In the last three to four years, SINTEF researchers have also been looking beyond their own field, and this is why the new nanocapsules are so effective. 

"We have combined the ultrasound expertise of SINTEF and NTNU, and the new treatment method could not have been developed without this cross-institutional collaboration", says Schmid.

Many different groups are working on projects involving drug delivery using nanoparticles. What is special about this project is that the particles are manufactured in a single step and then attached to gas bubbles to achieve more effective targeting, combined diagnostics (imaging) and therapy.


SINTEF Group Initiative "Medical ACTION":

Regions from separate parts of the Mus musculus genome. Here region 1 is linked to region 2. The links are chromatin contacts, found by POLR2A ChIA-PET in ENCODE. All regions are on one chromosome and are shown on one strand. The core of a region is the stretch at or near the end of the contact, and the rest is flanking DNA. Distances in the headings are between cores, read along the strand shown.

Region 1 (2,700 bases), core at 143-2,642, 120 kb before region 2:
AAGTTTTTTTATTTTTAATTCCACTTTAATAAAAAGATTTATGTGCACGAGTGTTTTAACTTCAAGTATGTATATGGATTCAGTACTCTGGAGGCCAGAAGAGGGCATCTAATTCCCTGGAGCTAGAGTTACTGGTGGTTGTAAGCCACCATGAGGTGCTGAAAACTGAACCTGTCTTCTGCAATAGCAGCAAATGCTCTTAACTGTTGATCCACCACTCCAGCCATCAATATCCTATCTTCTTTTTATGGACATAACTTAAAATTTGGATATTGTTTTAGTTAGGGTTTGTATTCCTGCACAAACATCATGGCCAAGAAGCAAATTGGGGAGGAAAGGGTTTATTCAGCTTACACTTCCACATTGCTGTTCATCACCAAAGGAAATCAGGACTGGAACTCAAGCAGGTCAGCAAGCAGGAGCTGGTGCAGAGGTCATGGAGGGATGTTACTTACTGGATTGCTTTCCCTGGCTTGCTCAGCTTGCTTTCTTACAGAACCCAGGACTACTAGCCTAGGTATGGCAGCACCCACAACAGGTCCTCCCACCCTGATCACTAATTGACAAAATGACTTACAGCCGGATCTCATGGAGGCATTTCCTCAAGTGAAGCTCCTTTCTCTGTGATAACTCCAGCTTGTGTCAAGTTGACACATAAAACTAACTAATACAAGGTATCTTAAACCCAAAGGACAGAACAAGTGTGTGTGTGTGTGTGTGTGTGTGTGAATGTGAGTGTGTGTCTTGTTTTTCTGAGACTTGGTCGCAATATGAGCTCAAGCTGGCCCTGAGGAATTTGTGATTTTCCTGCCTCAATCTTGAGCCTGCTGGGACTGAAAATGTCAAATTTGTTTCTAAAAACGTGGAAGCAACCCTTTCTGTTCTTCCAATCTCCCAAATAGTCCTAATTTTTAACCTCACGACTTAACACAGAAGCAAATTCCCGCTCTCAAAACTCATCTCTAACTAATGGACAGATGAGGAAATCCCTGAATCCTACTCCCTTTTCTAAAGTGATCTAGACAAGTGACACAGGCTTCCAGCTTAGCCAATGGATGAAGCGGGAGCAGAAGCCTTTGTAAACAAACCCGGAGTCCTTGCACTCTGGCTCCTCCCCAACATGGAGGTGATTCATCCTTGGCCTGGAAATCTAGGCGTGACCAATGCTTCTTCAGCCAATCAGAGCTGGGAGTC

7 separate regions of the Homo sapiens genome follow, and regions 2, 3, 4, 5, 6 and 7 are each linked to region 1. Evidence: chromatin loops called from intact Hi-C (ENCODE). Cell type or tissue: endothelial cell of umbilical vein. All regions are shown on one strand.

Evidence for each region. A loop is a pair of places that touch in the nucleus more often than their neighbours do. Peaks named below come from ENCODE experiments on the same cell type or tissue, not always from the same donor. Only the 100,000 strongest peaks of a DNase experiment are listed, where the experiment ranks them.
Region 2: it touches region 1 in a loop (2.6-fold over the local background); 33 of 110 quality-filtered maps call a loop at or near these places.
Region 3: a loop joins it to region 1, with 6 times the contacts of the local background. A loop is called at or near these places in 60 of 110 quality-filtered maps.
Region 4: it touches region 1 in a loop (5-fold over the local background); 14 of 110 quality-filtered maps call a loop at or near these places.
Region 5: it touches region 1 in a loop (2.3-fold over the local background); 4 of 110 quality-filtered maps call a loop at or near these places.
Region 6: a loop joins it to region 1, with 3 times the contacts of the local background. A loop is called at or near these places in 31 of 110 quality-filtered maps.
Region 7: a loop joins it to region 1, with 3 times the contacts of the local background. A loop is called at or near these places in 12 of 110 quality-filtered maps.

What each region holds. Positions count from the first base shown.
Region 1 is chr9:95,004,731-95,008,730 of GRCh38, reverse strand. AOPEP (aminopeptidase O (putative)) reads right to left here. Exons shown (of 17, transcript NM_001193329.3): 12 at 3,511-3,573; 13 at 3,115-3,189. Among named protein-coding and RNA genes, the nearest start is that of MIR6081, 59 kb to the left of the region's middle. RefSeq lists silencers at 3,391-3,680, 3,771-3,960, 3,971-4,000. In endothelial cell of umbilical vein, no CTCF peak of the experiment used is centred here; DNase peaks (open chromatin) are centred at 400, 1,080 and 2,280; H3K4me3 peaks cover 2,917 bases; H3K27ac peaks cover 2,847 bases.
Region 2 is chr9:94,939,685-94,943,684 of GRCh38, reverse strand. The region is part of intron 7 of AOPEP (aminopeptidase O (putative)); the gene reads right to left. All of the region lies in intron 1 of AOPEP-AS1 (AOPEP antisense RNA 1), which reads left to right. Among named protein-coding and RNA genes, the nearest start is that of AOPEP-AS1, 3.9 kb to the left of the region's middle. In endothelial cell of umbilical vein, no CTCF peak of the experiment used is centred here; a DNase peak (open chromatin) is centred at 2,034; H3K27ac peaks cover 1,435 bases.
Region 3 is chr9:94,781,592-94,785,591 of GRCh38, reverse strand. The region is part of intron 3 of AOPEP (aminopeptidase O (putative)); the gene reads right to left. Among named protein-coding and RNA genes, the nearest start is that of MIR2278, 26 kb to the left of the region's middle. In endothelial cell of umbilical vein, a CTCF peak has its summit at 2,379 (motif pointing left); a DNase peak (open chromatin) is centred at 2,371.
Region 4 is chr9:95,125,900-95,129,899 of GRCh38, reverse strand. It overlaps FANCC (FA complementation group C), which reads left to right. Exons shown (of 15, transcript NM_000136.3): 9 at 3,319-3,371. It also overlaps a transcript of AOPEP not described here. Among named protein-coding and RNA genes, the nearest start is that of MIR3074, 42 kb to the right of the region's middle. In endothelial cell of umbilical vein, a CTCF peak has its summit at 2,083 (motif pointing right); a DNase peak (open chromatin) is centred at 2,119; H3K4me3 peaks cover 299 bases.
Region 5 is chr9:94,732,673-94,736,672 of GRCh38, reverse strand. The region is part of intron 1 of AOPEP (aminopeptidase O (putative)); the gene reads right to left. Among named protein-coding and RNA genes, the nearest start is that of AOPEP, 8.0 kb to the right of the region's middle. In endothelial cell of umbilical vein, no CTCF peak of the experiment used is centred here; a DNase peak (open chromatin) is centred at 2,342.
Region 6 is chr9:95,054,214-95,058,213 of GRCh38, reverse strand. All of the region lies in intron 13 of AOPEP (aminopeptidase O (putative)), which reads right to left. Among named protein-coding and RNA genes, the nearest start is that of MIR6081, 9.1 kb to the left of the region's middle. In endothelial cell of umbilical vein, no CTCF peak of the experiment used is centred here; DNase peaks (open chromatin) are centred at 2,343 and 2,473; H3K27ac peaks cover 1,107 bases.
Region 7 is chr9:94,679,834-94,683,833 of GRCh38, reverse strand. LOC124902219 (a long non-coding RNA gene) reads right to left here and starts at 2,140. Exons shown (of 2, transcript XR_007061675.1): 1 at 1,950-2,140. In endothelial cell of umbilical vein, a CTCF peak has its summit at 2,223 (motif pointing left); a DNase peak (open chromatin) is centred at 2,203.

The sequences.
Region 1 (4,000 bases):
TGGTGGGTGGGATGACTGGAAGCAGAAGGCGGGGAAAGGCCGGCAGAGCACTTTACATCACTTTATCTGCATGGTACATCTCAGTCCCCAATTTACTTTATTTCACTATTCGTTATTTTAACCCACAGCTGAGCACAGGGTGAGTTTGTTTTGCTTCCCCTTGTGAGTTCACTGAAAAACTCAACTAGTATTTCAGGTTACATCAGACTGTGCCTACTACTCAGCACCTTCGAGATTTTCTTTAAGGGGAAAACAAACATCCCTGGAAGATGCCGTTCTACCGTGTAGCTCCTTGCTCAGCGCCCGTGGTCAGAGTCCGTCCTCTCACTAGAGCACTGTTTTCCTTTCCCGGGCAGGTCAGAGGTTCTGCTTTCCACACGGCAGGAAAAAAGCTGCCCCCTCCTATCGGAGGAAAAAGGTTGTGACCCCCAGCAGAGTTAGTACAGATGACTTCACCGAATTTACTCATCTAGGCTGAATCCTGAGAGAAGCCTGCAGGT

Since 2006, SINTEF has completed a series of Group-wide initiatives in selected research fields. These Group projects are rooted in our strategy aimed at investing our own funds in expertise development. Medical technology and nanomedicine have been identified by SINTEF as strategic areas with major growth potential. For this reason an internal strategic investment initiative was launched involving three of the SINTEF institutes; SINTEF Materials and Chemistry, SINTEF Technology and Society, and SINTEF ICT. These are currently combining their disciplines to develop new skills and technology platforms. The aim of this initiative is to develop SINTEF into a preferred partner in major international projects addressing certain medical technology fields such as in vitro diagnostics and in vivo imaging diagnostics and treatment. This Group-wide initiative extends from 2011 to 2014, and operates with an annual budget of NOK 6 million. Marketing Director Ruth Schmid acts as Project Manager.